Are You Remembering To Floss?

Woman flossing. Caption: flossing should be a prominent part of your oral health routine.

FLOSSING IS A KEY COMPONENT in your personal dental care. However, it may not always be the most convenient.

Why Should I Floss?

Brushing and flossing are more effective than brushing alone. This may seem like a no-brainer, but many people still do not regularly floss. A toothbrush does a great job at removing the plaque from open surfaces, but does little good cleaning in between the teeth. If you only brush then you miss 35% of the surface area of your teeth.

Flossing protects your gums. It is your first defense against gum disease. If unchecked, gum disease can lead to red swollen gums, bleeding, tooth and bone loss. Not only is gum disease bad for your mouth, but it’s been linked to several systemic diseases, such as heart disease and dementia.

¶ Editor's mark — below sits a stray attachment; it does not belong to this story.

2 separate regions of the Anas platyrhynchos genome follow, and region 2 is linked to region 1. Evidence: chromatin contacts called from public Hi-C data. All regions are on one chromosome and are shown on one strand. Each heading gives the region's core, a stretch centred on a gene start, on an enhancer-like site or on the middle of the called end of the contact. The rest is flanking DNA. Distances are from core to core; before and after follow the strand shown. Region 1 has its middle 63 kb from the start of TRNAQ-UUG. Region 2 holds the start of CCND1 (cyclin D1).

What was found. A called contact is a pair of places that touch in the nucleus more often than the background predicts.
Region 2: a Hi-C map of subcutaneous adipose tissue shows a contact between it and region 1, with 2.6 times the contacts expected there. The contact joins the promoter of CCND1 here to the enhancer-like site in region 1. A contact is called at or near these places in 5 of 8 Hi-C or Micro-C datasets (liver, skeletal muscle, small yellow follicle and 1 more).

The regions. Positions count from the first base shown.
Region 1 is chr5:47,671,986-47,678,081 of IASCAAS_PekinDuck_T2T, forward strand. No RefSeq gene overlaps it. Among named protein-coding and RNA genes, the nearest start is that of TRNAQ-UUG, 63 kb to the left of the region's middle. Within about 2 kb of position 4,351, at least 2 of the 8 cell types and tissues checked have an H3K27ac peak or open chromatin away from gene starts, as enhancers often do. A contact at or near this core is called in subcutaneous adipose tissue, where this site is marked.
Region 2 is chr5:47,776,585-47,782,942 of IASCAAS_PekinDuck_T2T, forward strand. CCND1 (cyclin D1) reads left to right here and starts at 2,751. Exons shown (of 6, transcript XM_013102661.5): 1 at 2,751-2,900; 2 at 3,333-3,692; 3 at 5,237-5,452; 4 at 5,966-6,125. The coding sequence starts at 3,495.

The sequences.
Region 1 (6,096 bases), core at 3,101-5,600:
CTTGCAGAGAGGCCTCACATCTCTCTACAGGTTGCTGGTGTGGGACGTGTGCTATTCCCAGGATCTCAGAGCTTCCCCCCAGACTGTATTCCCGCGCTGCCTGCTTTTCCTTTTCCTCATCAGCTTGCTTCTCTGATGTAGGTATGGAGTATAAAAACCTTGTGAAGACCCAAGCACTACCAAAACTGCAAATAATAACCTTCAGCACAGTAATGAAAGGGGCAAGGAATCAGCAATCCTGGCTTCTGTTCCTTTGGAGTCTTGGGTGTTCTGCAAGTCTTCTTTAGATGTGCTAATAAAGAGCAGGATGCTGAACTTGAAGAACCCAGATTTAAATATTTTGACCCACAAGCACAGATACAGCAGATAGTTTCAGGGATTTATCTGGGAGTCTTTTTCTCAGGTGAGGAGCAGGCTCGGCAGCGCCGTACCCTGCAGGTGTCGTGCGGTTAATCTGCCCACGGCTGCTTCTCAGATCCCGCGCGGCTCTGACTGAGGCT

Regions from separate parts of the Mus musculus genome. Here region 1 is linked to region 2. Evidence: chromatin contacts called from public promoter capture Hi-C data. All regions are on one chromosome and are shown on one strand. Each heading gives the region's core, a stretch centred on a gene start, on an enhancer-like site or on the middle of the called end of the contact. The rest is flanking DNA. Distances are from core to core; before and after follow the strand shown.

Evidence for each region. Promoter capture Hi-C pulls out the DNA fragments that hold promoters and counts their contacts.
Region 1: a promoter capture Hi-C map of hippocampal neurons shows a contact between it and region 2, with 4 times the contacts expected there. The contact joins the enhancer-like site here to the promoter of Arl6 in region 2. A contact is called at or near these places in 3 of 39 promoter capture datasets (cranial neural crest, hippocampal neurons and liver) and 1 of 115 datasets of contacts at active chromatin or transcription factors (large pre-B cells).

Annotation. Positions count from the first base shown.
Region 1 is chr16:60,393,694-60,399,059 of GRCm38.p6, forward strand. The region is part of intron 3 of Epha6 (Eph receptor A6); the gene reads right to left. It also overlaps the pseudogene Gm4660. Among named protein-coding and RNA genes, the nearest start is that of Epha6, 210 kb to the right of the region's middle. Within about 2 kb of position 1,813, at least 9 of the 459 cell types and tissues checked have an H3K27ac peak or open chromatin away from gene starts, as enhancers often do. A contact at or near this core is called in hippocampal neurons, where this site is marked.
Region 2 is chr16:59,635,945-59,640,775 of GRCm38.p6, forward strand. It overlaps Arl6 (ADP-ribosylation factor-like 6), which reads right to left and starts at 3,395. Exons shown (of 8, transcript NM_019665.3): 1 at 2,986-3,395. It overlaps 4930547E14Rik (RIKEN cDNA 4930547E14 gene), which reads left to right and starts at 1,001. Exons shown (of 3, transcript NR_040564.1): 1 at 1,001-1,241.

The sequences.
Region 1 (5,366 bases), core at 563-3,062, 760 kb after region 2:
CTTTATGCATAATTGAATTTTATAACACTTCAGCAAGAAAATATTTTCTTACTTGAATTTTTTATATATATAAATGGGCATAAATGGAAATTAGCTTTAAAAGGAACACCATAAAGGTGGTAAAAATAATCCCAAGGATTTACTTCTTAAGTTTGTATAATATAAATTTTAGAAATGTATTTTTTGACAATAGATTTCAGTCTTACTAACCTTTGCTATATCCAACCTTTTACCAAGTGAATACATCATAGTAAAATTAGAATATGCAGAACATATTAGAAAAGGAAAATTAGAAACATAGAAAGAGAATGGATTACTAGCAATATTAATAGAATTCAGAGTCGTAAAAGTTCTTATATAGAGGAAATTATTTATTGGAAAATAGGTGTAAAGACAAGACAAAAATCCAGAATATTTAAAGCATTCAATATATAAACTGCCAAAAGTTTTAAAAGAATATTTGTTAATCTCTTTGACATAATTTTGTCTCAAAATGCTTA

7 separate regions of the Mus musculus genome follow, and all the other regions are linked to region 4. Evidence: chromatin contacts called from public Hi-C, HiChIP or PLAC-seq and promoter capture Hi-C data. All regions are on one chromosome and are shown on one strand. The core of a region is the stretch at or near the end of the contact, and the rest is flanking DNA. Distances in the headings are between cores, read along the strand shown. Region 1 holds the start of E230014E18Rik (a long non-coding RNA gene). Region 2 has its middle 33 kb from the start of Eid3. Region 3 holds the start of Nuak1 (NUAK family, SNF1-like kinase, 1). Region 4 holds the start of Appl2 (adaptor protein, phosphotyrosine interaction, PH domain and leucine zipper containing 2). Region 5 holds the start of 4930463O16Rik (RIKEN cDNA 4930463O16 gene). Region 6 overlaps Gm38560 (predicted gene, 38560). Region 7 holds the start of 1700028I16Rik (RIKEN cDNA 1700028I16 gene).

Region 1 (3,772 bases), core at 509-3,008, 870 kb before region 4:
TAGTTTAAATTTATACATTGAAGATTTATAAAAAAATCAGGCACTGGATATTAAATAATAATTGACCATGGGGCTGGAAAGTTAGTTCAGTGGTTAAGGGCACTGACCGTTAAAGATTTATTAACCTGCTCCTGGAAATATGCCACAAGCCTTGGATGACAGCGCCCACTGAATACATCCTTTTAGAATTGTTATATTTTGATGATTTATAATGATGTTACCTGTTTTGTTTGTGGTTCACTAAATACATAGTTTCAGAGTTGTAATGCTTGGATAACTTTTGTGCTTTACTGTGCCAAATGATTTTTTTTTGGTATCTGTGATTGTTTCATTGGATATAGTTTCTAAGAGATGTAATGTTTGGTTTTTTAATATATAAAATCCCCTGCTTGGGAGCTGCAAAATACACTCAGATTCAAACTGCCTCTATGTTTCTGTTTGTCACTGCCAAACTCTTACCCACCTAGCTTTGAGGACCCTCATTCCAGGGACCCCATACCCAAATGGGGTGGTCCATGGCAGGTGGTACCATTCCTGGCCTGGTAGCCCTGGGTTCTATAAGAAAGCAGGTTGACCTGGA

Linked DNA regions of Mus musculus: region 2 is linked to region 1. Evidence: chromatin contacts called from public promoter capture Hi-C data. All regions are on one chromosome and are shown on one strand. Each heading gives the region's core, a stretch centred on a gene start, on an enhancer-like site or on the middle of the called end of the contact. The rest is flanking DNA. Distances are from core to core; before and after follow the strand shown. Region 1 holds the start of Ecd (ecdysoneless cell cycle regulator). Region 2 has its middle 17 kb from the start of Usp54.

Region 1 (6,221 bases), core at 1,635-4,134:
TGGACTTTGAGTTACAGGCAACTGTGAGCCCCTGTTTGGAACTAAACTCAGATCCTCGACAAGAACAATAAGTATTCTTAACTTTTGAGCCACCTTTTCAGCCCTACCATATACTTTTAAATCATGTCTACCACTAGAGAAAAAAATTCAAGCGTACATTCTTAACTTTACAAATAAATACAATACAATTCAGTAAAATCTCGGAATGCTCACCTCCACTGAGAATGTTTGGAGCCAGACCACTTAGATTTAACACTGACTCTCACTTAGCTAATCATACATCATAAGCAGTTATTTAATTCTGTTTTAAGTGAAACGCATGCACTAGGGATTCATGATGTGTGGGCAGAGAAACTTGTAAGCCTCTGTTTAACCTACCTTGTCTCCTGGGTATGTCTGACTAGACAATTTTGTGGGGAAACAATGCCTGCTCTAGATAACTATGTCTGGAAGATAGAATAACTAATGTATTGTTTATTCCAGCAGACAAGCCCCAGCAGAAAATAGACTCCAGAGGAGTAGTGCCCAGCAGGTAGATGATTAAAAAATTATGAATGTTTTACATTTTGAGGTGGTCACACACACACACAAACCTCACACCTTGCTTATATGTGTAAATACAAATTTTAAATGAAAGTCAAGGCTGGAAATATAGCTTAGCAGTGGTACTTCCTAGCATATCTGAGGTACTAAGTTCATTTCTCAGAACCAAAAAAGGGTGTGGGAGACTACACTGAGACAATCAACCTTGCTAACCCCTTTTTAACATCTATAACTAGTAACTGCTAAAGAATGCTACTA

Are You Flossing Correctly?

The American Dental Association has a few tips for flossing:

  • Do it! Make a habit and pick a time every day when you can floss.
  • Be gentle. Flossing should not be painful and your gums should not be bleeding. If either of these happens while you floss, come see us.
  • Use about 18 inches of floss so you can wrap it around your fingers, and so you can use a clean bit for each tooth.
  • Don’t forget your kids! Help your children floss while they are young and teach them to floss when they are old enough. This will help them develop good oral health habits.

Being diligent in your flossing is one of the best things you can do for your oral and overall health. Flossing will keep the plaque and tartar away and keep your mouth healthy.

Let us know if you have any questions about flossing or any other dental health subject. We love hearing from you!

Thanks for your trust in our practice.

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